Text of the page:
This is the first in a 4-part series called Intro to Risk Adjustment Technology.
Cognitive computing. Machine learning. Natural language processing. Two years ago, few people in the risk adjustment world had ever heard of these terms, and yet today they are becoming synonymous with risk adjustment. What are these technologies? Why do we even need them in risk adjustment?
Traditional risk adjustment just isn’t efficient
Traditionally, risk adjustment has been done manually: Coders comb through thousands of pages of patient charts and look for documented chronic conditions. But this isn’t the most effective or efficient process. It is time consuming and costly, and it doesn’t make good use of coders’ expertise. When I coded this way, It was frustrating that I had to spend so much time organizing my work before I could actually start doing it. Additionally, coders are often beholden to the slow and disruptive chart retrieval process.
Manual risk adjustment is also difficult for coder managers. With a manual process, it’s tough to QA 100% of documents, because there are just too many to review and not enough time to do it. And without electronic oversight, it’s difficult to have more than anecdotal insight into how your risk adjustment process is performing overall and identify ways to improve as an organization. This is critical from a management perspective if they need to manage their coders and other resources effectively.
Providers and payers face special challenges here. Providers may not receive or have access to all their patient’s health information, which leads to missing critical information in the medical decision making process. For payers, in order to get charts, they have to bother providers, creating a big disruption in the providers workday and unnecessary friction that will affect their relationship.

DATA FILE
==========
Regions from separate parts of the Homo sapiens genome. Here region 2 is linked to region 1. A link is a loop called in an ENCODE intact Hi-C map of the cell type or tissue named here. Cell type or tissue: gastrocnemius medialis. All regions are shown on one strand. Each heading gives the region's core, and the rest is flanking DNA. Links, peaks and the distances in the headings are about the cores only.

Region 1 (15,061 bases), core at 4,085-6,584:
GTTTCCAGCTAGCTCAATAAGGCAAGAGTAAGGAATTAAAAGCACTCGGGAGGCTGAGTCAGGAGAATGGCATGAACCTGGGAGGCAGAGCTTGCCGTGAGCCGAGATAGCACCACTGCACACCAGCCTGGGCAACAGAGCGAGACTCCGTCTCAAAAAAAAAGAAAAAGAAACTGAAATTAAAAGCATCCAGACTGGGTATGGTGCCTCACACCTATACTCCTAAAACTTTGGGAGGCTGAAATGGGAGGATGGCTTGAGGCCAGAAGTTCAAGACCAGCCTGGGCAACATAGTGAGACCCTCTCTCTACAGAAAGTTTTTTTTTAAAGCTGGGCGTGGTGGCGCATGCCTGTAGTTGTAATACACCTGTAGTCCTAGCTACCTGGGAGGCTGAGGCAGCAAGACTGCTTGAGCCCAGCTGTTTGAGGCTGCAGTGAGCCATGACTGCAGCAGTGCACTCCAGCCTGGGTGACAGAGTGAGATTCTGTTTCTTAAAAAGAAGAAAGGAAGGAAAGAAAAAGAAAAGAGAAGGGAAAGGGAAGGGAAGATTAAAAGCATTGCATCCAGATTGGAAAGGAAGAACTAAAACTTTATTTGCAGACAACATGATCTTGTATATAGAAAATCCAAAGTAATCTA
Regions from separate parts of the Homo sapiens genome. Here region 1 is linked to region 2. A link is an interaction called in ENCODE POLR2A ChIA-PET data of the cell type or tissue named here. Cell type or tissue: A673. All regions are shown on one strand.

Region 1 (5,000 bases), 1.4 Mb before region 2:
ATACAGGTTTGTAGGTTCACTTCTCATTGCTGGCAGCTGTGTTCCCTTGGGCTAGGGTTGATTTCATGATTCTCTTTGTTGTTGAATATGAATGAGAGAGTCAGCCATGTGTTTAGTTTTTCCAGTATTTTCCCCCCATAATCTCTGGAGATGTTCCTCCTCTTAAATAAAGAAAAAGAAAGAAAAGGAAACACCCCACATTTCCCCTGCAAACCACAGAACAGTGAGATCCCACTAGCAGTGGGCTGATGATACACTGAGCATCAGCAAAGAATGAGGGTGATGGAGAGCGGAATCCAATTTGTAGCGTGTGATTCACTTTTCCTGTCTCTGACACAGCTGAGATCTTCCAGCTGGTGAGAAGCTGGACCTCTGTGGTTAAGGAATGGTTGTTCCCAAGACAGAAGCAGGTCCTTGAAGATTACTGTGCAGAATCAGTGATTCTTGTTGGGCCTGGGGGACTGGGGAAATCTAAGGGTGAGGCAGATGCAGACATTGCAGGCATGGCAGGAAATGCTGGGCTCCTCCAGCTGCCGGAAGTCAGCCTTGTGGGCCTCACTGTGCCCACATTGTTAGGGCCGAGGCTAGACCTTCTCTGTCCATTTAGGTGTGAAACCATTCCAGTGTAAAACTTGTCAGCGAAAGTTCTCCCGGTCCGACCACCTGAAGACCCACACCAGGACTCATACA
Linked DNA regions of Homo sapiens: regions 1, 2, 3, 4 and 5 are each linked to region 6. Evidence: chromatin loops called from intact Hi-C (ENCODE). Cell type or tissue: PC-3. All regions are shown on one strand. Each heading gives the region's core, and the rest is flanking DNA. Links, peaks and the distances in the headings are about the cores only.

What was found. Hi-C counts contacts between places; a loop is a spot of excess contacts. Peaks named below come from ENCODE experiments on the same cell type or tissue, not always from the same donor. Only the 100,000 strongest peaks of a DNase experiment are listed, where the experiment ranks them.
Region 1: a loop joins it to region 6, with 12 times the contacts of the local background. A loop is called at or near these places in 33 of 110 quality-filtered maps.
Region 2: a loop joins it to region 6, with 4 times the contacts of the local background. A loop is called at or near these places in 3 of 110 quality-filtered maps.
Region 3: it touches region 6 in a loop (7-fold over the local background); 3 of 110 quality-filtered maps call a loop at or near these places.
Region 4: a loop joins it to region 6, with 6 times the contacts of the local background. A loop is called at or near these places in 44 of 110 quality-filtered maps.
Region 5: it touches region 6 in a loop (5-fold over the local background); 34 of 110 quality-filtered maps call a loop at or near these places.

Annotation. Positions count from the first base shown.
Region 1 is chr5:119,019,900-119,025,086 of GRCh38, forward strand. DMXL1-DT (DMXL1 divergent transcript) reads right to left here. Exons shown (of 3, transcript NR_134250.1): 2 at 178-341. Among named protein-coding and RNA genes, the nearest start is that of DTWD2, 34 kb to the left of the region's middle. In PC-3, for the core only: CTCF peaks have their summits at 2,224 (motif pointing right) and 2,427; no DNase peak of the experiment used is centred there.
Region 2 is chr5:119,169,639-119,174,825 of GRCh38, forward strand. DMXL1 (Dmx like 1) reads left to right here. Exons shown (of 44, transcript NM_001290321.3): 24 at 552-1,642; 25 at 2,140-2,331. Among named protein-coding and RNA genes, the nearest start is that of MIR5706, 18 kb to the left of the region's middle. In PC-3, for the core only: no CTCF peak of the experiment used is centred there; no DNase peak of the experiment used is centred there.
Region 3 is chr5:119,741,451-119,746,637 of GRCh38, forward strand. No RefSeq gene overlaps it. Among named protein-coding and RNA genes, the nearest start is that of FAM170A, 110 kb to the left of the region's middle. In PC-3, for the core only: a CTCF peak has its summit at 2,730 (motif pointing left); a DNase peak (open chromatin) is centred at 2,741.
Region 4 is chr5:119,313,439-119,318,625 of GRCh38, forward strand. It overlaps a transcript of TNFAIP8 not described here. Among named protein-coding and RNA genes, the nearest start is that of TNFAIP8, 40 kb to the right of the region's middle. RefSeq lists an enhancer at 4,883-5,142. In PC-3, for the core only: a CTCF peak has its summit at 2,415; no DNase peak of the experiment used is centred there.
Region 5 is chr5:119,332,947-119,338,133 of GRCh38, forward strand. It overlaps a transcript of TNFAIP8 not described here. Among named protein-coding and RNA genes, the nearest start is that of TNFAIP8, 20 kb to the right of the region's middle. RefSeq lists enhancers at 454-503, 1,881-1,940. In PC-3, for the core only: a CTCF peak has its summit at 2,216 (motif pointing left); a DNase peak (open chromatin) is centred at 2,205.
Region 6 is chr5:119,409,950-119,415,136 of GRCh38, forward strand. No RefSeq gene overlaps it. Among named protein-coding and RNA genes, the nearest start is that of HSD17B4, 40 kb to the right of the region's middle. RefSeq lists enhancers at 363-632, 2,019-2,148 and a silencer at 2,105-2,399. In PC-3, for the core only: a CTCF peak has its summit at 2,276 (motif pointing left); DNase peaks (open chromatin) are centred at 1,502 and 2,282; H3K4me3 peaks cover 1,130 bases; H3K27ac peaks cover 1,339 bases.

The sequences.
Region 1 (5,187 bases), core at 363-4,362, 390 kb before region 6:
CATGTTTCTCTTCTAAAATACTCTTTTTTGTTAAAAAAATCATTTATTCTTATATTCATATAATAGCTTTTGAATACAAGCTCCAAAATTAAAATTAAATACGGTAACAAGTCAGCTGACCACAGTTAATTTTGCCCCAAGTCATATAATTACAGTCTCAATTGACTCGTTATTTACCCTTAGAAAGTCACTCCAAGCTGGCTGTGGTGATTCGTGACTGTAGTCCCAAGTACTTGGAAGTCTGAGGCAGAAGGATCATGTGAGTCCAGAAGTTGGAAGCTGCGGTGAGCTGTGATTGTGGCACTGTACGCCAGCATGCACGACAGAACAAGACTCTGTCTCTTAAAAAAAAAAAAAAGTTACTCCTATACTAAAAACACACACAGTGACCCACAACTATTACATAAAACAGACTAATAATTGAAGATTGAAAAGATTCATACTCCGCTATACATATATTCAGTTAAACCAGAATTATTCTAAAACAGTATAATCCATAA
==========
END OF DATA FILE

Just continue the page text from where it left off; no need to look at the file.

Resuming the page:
Risk adjustment will get bigger and the stakes will increase
All of this would be concerning in an ordinary moment, but we are in an extraordinary one. Currently, only five percent of Medicare Advantage plans are audited every year, and whatever money is recouped from the audit sample is not extrapolated to all the plan’s charts. CMS is considering audit changes in 2017 that would entail 100% of plans being audited and audit findings being extrapolated to all charts. Given this, and the fact that Medicare Advantage enrollment is increasing by about a million patients a year, we can hardly afford for risk adjustment to continue to be this difficult and time consuming.
Risk adjustment is ripe for a technological revolution
In the past decade, technology has made our lives easier in many ways. Take, for example, shopping. Just a couple years ago, shopping for a household meant driving around to four different stores in your area. You might go to Kohl’s to get a couple shirts for yourself, Sports Authority to pick up sneakers for your kids, the hardware store to get a can of paint, and finally the grocery store for dinner ingredients. Now, if you choose, you can buy all these things in a couple clicks, from the comfort of your home, with Amazon, while easily comparing price, specs, and even reviews. Think about what a huge transformation that is: We went from physically collecting objects at stores, to clicking on pictures of objects and then getting them delivered to your door. Technology has fundamentally improved the experience.
Just like Amazon has done for shopping, technology is improving the risk adjustment process. It has made risk adjustment coding more productive, accurate, efficient, transparent, and predictive.
Wondering what this new technology is and what it means? Stay tuned for Part II, III and IV of our Intro to Risk Adjustment Technology series.
To learn more, see the rest of the Intro to Risk Adjustment Technology series.